Can Pinocchio teach a lesson to parents of digital natives?

Can Pinocchio teach a lesson to parents of digital natives?

Today, children have access to the same means of communication as adults. Moreover, the technological evolution has made it easier for youth and children to manage media than it is for adults, thereby bypassing the “parental filter”. It is now the children who introduce and guide parents through the virtual world. It seems as if roles have been reversed.

Communication understood as synonymous to education has seen its development in time always with a mediating figure, a moderator, in flesh and bones.

When cultures were passed on simply through oral tradition, or later through writing, a human, adult figure was always necessary for access to content. He/she was the guide in the search for the truths of life.

In the simplicity of a story, or better yet, of a fairy tale, it was indeed possible to convey wisdom to children and help them grow, to orient them in this world, in a very simple way. There are so many fables that restore, at least partially in some aspect, the true, authentic image of a father. (One needs only to recall the fable The Frog Prince, where the father leads the child to keep promises; or Tom Thumb, where the father leaves his son free to discover the world, but is immediately ready to welcome him back upon his return; or The Sparrow and His Four Children, where the father gives advice that enables the little ones to face the world.)

But perhaps one of these fairy tales really can rise to the icon and guide incarnating all of the dimensions of fatherhood. Giuseppe, the woodcarver and father of Pinocchio, is the main character of the most well-known, translated children’s adventure book The Adventures of Pinocchio. Symbolically, the story of Pinocchio is one of a child who learns to grow, with the weaknesses and defects of his age, but also with his desire to learn to grow up. The story, with all of its pedagogical value that has been recognized throughout the ages and across cultures, is the adventurous journey of a puppet that continuously puts himself in situations where each outcome is the result of his own choice; a choice that is always made between that which is good- indicated and suggested by the appropriate characters in the story (The Talking Cricket, The Blue Fairy…) and that which is bad, indicated by the evil characters ( The Fox and The Cat, Romeo…).

In the development of the story, Giuseppe has a prominent father-figure role. It is through him that the piece of wood becomes “alive”. The puppet is always tending toward his father until finally in the last scene, there is the real transition from inanimate to animate being- the object of all of the main character’s actions. As a matter of fact, already at the beginning of the story, the puppet wants to change his state. This is why between Mastro Cherry, who wants to make him into a table leg (leaving him inanimate) and Giuseppe, that instead wants to make him into a puppet that knows how to dance and go on walks with him in the world (bringing him to become animated), the puppet chooses the latter. Giuseppe therefore takes him as a son. His character is then immediately associated with one who engenders life, a father, and therefore, an educator. As such, the “father” Giuseppe sustains the puppet in his journey and comes to his aid each time he strays away from him only to return again, asking for help. This is the case when Giuseppe remakes his feet that the distracted puppet burned, or when he feeds the famished Pinocchio in jail with his only three pears. The father sacrifices himself even in order to give his own son the means necessary for his journey; he makes clothes to dress him, and sells his own clothes to buy him the alphabet. Giuseppe still warns the puppet about the future and gives him advice, while at the same time leaving him free to choose. Both are aware that for any choice he makes, Giuseppe will always be there to support him. This is how Pinocchio faces his journey in life: choosing, messing up, and starting over; building himself up until he makes no progress and then returns to his father everything that he has given him. It is in fact his father that saves him from the belly of the whale. He is the one who builds the cart to take the old, weary puppet back. It is he who works to sustain the both of them. This is how the final act ends with the fairy’s intercession- an expression of the wisdom that grows with experience, which allows the puppet to become a real boy and live in the same dimension as the father. What is more explicit than a story of growth and teaching for society than The Adventures of Pinocchio, where the father assumes that appropriate position, which seems to be lost and in need of recuperation today? Will there still be a fable to teach us the road to take in order to renew ourselves and the society in which we live?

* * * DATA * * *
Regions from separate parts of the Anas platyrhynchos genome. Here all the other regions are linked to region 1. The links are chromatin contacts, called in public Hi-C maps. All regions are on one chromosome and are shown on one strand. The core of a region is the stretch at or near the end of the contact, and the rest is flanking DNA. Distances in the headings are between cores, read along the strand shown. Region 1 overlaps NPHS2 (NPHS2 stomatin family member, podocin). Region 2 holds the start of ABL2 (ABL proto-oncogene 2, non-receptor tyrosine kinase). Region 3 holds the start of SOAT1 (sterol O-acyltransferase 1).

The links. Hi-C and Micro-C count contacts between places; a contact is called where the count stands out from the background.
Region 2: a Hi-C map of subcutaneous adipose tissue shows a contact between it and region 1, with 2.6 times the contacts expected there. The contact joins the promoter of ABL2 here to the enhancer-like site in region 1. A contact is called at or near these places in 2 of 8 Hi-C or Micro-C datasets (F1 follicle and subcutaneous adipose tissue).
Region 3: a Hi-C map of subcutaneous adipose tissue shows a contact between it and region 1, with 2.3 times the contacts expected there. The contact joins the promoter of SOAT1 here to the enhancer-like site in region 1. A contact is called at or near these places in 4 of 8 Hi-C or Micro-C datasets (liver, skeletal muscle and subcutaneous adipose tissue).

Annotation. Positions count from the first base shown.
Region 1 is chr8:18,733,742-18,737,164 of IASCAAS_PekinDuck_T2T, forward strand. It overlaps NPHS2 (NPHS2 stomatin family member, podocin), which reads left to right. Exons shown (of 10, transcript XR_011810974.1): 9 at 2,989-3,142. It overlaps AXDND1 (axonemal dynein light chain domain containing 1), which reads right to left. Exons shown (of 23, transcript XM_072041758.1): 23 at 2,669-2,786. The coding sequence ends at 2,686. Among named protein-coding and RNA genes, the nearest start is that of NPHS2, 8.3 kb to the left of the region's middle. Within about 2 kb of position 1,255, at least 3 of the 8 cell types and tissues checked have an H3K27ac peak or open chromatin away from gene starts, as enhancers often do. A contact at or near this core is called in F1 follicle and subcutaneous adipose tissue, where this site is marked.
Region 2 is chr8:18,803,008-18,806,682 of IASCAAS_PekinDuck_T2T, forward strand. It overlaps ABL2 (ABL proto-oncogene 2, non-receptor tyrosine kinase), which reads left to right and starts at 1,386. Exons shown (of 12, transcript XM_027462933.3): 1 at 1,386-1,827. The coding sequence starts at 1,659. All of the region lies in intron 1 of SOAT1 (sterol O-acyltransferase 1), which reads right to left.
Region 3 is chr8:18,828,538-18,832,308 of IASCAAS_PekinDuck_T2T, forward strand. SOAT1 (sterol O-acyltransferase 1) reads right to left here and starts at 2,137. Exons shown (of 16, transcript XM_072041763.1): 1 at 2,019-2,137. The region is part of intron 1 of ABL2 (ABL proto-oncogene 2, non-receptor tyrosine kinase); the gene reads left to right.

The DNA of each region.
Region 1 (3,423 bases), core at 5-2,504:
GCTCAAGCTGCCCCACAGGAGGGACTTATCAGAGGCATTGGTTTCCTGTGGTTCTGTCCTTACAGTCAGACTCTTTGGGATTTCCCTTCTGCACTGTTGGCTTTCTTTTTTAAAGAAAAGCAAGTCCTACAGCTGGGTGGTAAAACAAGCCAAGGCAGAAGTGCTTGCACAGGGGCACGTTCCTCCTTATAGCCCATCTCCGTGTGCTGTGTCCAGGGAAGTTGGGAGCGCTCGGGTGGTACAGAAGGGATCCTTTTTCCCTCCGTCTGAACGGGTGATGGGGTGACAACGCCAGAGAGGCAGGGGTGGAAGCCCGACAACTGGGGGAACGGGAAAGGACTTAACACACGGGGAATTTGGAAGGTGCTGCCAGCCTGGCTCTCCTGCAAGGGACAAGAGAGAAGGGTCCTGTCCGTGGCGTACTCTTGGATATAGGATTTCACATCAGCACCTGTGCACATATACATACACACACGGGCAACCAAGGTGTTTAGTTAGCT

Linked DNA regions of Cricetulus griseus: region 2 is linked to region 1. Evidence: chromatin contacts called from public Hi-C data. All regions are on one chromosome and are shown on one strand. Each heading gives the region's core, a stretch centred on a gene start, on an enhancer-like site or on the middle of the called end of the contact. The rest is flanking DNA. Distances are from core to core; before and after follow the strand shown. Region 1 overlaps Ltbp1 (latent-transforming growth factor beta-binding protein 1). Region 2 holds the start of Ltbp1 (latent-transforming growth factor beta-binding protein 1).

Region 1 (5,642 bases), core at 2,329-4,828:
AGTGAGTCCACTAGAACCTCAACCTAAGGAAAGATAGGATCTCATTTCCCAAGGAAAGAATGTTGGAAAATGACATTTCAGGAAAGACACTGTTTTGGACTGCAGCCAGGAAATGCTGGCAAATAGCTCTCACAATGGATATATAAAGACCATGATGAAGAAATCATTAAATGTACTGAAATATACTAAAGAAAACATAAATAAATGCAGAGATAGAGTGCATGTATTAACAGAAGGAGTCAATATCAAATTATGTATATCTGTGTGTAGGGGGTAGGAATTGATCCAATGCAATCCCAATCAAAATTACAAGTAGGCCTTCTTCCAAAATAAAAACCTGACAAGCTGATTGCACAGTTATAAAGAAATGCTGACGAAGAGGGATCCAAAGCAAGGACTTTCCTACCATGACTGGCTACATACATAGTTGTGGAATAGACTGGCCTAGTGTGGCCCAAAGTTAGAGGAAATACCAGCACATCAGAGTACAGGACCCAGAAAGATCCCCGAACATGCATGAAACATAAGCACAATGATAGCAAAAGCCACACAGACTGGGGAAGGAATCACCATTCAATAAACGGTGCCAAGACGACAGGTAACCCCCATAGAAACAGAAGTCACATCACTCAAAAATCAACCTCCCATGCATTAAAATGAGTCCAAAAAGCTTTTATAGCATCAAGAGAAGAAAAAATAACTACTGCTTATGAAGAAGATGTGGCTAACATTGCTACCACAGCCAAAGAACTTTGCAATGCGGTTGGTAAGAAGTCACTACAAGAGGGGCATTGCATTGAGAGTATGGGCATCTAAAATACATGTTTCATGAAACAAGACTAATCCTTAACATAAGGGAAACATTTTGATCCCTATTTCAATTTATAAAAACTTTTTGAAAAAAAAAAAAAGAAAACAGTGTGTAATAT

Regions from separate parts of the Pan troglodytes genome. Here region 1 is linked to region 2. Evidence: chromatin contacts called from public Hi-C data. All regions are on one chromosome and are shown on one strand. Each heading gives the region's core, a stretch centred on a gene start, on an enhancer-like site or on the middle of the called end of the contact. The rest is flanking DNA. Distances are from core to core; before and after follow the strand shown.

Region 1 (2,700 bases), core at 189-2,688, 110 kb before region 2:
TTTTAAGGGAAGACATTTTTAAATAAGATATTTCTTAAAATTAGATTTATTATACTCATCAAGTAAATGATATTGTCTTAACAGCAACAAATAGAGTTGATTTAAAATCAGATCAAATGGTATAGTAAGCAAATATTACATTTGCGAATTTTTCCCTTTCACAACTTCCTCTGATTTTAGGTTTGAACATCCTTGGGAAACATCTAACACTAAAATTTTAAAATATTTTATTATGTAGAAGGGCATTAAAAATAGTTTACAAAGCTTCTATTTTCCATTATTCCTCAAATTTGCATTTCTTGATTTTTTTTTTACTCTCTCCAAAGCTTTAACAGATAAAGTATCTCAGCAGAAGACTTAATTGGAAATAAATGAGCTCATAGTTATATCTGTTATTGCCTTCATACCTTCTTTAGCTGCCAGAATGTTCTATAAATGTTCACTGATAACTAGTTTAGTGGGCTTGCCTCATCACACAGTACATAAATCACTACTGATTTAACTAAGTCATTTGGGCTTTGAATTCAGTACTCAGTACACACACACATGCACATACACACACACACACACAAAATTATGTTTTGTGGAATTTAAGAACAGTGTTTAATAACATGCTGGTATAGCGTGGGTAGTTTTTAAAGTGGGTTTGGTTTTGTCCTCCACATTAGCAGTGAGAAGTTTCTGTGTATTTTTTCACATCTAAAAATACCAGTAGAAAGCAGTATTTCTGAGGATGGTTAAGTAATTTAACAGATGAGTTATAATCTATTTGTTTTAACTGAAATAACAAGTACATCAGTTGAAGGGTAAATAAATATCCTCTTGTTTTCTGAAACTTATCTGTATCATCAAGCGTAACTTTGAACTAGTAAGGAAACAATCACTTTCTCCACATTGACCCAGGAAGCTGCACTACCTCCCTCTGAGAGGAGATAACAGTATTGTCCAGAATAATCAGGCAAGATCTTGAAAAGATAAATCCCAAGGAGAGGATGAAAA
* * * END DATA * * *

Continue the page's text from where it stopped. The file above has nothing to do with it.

Parents, therefore, must enter into the virtual world of children, participate in their world, and travel together with their children in the discovery of the new realities that make up the everyday life of each child. Children indeed need to regain role models, and fathers ought to reclaim their role as such. They must become guides for their children, teaching them to discern true values by being mediators between the rules to respect and the freedom to be won and managed in accordance with their age.